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On this day in 1914, Britain declared war on Germany and so began what is known by many as the Great War.
Certainly that was a black day and sixteen million people are estimated to have died before it finished, but time and again we see how magnificently the human spirit responds to adversity. Albert Camus, the Algerian French agnostic thinker and philosopher, wrote “In the midst of winter, I found there was, within me, an invincible summer. And that makes me happy. For it says that no matter how hard the world pushes against me, within me, there’s something stronger – something better, pushing right back.” (From L’Etranger 1942)
Another Frenchman, Jean Paul Sartre, writing somewhat earlier, put it more succinctly: “life begins on the other side of despair” (from La Nausee 1938). Both Camus and Sartre are closely linked to Existentialism (though Camus rejected this, preferring the word ‘Absurdism’). This philosophy proposes that the individual is solely responsible for giving meaning to life and living it passionately and sincerely. Some are guided by a God of their understanding and others follow agnostic, humanist or existentialist paths, but life should be lived as well as possible, even when it appears to have no meaning.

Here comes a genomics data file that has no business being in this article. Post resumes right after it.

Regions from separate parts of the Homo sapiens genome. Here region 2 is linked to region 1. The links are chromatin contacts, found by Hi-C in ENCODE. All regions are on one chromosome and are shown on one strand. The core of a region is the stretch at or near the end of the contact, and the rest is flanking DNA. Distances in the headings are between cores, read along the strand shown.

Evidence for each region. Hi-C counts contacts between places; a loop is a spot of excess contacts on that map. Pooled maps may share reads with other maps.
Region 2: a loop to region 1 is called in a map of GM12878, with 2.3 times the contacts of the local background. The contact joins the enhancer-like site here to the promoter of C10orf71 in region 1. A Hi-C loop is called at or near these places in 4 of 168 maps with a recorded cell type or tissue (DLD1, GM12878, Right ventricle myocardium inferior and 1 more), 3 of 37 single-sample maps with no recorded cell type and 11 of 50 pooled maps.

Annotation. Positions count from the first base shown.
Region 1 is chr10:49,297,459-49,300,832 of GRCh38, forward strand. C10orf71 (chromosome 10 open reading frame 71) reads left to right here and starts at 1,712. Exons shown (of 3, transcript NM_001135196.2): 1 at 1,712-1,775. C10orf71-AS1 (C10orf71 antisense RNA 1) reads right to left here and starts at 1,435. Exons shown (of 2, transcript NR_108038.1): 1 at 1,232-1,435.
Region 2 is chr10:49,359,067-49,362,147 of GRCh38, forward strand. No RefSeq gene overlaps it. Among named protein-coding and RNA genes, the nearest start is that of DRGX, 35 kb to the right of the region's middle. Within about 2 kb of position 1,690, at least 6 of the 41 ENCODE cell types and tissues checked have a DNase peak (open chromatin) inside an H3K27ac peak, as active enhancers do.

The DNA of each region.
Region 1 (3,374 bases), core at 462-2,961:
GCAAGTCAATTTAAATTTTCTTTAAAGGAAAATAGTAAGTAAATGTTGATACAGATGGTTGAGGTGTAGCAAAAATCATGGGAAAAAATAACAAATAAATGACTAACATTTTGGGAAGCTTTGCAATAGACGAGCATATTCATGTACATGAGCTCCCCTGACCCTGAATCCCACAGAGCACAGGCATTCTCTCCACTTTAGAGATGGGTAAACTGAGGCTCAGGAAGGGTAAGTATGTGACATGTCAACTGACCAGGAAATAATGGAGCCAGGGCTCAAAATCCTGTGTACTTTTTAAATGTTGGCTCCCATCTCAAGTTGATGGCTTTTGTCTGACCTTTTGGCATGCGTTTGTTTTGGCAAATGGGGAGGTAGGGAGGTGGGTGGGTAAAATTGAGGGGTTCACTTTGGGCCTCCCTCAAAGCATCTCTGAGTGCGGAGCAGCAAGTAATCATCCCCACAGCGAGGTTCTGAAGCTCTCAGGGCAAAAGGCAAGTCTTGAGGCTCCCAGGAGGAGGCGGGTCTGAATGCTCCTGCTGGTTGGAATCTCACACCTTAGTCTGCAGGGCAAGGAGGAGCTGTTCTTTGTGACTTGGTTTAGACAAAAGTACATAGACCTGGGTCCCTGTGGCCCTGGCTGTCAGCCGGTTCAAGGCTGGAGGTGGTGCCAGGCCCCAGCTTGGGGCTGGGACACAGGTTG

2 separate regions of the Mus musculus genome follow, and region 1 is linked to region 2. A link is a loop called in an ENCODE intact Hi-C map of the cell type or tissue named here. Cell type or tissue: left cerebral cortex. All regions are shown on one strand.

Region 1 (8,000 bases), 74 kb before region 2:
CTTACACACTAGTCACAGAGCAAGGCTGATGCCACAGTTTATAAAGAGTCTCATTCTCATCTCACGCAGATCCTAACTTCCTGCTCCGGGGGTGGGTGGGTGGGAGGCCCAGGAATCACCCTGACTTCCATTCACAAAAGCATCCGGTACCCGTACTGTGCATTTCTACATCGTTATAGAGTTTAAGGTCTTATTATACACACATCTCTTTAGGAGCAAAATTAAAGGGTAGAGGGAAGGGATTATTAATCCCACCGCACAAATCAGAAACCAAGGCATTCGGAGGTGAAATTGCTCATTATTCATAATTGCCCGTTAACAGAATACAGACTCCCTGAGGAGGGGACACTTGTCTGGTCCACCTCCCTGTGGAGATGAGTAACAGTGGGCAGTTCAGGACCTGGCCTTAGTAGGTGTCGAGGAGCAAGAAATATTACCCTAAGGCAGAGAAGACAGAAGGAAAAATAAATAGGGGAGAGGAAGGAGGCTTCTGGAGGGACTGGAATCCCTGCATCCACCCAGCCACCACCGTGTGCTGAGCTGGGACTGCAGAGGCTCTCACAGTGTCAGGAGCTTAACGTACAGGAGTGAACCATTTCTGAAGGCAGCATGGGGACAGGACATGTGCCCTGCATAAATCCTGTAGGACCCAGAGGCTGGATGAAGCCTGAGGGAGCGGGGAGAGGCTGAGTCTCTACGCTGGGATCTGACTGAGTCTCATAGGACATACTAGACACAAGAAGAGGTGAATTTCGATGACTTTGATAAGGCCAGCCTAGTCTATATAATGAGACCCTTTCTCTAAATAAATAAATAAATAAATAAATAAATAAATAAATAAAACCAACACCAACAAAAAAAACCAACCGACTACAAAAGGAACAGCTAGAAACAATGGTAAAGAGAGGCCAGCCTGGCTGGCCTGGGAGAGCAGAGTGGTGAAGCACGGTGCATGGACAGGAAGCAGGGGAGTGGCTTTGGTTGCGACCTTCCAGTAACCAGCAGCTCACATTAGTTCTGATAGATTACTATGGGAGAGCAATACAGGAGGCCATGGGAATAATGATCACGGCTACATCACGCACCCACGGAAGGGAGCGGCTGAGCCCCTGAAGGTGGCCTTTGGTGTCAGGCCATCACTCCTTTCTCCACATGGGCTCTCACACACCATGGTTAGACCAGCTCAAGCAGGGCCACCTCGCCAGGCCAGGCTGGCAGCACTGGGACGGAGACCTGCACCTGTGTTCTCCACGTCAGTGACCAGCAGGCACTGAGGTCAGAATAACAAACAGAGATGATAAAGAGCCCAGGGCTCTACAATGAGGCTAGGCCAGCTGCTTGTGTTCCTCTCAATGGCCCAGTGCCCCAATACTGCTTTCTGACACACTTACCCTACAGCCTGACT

George Herbert says this in his poem, The Flower:
Who would have thought my shrivelled heart
Could have recovered greenness? It was gone
Quite underground; as flowers depart
To see their mother-root, when they have blown,
Where they together
All the hard weather,
Dead to the world, keep house unknown.
I ask that today I will do my best in everything and that every choice that I make today will be the right one for me and for the rest of mankind.